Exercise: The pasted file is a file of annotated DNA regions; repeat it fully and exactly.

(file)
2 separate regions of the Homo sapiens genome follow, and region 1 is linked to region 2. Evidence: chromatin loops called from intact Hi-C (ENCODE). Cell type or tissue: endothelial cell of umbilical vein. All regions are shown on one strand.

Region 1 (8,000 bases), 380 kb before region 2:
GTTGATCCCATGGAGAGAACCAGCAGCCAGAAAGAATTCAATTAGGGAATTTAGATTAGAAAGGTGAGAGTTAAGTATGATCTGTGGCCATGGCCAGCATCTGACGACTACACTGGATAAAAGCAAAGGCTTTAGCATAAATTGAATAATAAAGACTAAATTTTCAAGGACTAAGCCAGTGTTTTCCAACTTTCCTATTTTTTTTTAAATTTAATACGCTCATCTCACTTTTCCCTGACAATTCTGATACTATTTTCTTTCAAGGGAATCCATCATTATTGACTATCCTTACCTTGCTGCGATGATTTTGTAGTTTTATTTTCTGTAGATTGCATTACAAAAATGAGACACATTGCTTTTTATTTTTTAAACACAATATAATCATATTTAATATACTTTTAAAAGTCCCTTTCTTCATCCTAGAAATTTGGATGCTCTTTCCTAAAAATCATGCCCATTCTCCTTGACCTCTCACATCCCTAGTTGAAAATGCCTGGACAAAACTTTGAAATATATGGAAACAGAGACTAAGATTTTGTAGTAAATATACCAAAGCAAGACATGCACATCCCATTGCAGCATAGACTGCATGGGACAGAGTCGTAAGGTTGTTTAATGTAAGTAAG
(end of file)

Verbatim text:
2 separate regions of the Homo sapiens genome follow, and region 1 is linked to region 2. Evidence: chromatin loops called from intact Hi-C (ENCODE). Cell type or tissue: endothelial cell of umbilical vein. All regions are shown on one strand.

Region 1 (8,000 bases), 380 kb before region 2:
GTTGATCCCATGGAGAGAACCAGCAGCCAGAAAGAATTCAATTAGGGAATTTAGATTAGAAAGGTGAGAGTTAAGTATGATCTGTGGCCATGGCCAGCATCTGACGACTACACTGGATAAAAGCAAAGGCTTTAGCATAAATTGAATAATAAAGACTAAATTTTCAAGGACTAAGCCAGTGTTTTCCAACTTTCCTATTTTTTTTTAAATTTAATACGCTCATCTCACTTTTCCCTGACAATTCTGATACTATTTTCTTTCAAGGGAATCCATCATTATTGACTATCCTTACCTTGCTGCGATGATTTTGTAGTTTTATTTTCTGTAGATTGCATTACAAAAATGAGACACATTGCTTTTTATTTTTTAAACACAATATAATCATATTTAATATACTTTTAAAAGTCCCTTTCTTCATCCTAGAAATTTGGATGCTCTTTCCTAAAAATCATGCCCATTCTCCTTGACCTCTCACATCCCTAGTTGAAAATGCCTGGACAAAACTTTGAAATATATGGAAACAGAGACTAAGATTTTGTAGTAAATATACCAAAGCAAGACATGCACATCCCATTGCAGCATAGACTGCATGGGACAGAGTCGTAAGGTTGTTTAATGTAAGTAAG